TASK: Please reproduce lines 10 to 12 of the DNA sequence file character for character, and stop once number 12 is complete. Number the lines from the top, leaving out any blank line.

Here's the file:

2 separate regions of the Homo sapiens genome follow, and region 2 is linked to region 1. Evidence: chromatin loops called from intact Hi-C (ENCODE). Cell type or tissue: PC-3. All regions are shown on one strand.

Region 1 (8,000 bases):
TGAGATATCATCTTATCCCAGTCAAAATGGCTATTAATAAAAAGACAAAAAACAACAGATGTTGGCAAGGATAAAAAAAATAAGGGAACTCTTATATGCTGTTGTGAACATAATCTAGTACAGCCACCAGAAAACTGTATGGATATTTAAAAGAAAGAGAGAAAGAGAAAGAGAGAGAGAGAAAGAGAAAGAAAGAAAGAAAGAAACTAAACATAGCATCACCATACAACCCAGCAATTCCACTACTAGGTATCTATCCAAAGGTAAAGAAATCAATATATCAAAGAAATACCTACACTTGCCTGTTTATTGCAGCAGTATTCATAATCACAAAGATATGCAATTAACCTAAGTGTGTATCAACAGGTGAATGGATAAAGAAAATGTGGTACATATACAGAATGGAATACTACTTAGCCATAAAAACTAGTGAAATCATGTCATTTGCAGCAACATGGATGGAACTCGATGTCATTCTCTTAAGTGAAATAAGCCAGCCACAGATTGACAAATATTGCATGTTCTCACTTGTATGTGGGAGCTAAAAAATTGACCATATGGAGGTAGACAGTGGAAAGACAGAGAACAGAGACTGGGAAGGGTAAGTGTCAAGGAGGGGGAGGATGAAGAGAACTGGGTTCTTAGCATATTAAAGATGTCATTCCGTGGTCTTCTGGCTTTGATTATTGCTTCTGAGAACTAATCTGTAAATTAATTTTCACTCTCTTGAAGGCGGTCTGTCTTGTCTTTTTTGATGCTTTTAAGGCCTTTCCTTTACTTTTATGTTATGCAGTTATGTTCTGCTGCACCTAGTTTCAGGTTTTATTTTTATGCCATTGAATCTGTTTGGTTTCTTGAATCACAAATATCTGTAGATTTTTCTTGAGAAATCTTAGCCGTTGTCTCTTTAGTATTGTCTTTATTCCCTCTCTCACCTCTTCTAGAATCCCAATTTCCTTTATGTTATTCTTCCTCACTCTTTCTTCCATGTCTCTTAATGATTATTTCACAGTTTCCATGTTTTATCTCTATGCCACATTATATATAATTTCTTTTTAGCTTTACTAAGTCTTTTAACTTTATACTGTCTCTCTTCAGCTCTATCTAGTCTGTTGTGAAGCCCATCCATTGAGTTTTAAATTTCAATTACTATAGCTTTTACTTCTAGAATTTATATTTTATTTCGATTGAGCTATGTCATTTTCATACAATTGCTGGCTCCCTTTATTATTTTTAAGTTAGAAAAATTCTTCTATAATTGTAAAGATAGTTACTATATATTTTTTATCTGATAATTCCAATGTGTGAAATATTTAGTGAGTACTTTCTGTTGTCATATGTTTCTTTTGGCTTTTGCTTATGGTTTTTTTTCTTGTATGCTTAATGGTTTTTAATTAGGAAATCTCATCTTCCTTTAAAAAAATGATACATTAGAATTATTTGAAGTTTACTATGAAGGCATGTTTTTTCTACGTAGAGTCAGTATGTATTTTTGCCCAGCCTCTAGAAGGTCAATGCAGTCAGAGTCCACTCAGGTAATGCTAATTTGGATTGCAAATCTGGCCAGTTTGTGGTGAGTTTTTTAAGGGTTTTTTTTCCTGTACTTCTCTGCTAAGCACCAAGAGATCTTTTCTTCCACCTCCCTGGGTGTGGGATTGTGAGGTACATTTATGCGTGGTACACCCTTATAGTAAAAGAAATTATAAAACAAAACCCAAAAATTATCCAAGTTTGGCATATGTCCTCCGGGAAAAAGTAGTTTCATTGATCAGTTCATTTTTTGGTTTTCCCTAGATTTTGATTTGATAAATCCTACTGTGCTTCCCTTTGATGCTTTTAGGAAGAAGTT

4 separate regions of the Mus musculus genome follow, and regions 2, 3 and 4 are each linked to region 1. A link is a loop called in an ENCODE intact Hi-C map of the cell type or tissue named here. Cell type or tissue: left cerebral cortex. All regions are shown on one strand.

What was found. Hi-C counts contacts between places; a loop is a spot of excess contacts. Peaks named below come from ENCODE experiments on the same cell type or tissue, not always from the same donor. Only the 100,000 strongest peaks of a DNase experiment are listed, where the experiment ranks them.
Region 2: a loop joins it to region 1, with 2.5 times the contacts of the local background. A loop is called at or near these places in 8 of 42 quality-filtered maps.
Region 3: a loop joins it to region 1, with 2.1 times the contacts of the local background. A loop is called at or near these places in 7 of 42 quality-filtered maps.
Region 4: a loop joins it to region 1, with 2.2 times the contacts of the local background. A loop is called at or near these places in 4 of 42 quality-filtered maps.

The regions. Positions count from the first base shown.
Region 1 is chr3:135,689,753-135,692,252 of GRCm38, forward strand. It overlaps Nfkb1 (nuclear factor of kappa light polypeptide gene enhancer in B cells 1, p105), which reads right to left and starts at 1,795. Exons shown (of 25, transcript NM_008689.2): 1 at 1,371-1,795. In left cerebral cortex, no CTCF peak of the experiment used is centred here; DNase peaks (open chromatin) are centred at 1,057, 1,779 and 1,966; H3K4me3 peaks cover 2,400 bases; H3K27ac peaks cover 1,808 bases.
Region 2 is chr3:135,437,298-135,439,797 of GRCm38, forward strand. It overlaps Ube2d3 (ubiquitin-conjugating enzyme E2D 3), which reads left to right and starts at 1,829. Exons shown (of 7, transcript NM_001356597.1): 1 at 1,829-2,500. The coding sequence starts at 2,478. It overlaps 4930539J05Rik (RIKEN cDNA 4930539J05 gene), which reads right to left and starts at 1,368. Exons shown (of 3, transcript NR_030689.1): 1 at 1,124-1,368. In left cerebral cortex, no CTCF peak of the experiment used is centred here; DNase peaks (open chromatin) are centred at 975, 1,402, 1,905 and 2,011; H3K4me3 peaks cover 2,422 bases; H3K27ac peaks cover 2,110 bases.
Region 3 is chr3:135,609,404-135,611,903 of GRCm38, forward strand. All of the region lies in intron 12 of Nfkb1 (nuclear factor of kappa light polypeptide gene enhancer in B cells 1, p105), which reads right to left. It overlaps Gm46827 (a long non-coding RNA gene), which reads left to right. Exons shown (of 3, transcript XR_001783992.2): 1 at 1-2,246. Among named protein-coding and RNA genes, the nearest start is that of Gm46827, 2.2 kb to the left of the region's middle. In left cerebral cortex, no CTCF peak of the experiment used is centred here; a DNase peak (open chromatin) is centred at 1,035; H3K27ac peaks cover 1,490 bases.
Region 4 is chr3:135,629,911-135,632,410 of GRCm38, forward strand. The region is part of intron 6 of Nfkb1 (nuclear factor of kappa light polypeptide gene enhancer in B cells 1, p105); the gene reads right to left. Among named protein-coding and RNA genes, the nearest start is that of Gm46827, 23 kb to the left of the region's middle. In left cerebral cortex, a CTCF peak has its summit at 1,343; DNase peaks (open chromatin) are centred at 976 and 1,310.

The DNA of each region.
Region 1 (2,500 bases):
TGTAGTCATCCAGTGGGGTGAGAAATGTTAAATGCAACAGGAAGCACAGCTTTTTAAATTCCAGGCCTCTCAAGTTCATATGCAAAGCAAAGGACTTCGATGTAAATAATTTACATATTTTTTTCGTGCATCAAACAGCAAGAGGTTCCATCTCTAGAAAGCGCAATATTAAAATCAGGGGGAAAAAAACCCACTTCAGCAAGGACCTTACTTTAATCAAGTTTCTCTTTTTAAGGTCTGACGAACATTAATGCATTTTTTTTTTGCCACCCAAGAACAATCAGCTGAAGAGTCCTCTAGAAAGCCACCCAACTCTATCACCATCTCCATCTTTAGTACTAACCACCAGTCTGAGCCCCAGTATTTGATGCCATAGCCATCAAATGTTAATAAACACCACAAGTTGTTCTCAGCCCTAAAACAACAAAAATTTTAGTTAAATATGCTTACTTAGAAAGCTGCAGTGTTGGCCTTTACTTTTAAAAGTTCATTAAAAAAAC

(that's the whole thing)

Region 1 is chr3:135,689,753-135,692,252 of GRCm38, forward strand. It overlaps Nfkb1 (nuclear factor of kappa light polypeptide gene enhancer in B cells 1, p105), which reads right to left and starts at 1,795. Exons shown (of 25, transcript NM_008689.2): 1 at 1,371-1,795. In left cerebral cortex, no CTCF peak of the experiment used is centred here; DNase peaks (open chromatin) are centred at 1,057, 1,779 and 1,966; H3K4me3 peaks cover 2,400 bases; H3K27ac peaks cover 1,808 bases.
Region 2 is chr3:135,437,298-135,439,797 of GRCm38, forward strand. It overlaps Ube2d3 (ubiquitin-conjugating enzyme E2D 3), which reads left to right and starts at 1,829. Exons shown (of 7, transcript NM_001356597.1): 1 at 1,829-2,500. The coding sequence starts at 2,478. It overlaps 4930539J05Rik (RIKEN cDNA 4930539J05 gene), which reads right to left and starts at 1,368. Exons shown (of 3, transcript NR_030689.1): 1 at 1,124-1,368. In left cerebral cortex, no CTCF peak of the experiment used is centred here; DNase peaks (open chromatin) are centred at 975, 1,402, 1,905 and 2,011; H3K4me3 peaks cover 2,422 bases; H3K27ac peaks cover 2,110 bases.
Region 3 is chr3:135,609,404-135,611,903 of GRCm38, forward strand. All of the region lies in intron 12 of Nfkb1 (nuclear factor of kappa light polypeptide gene enhancer in B cells 1, p105), which reads right to left. It overlaps Gm46827 (a long non-coding RNA gene), which reads left to right. Exons shown (of 3, transcript XR_001783992.2): 1 at 1-2,246. Among named protein-coding and RNA genes, the nearest start is that of Gm46827, 2.2 kb to the left of the region's middle. In left cerebral cortex, no CTCF peak of the experiment used is centred here; a DNase peak (open chromatin) is centred at 1,035; H3K27ac peaks cover 1,490 bases.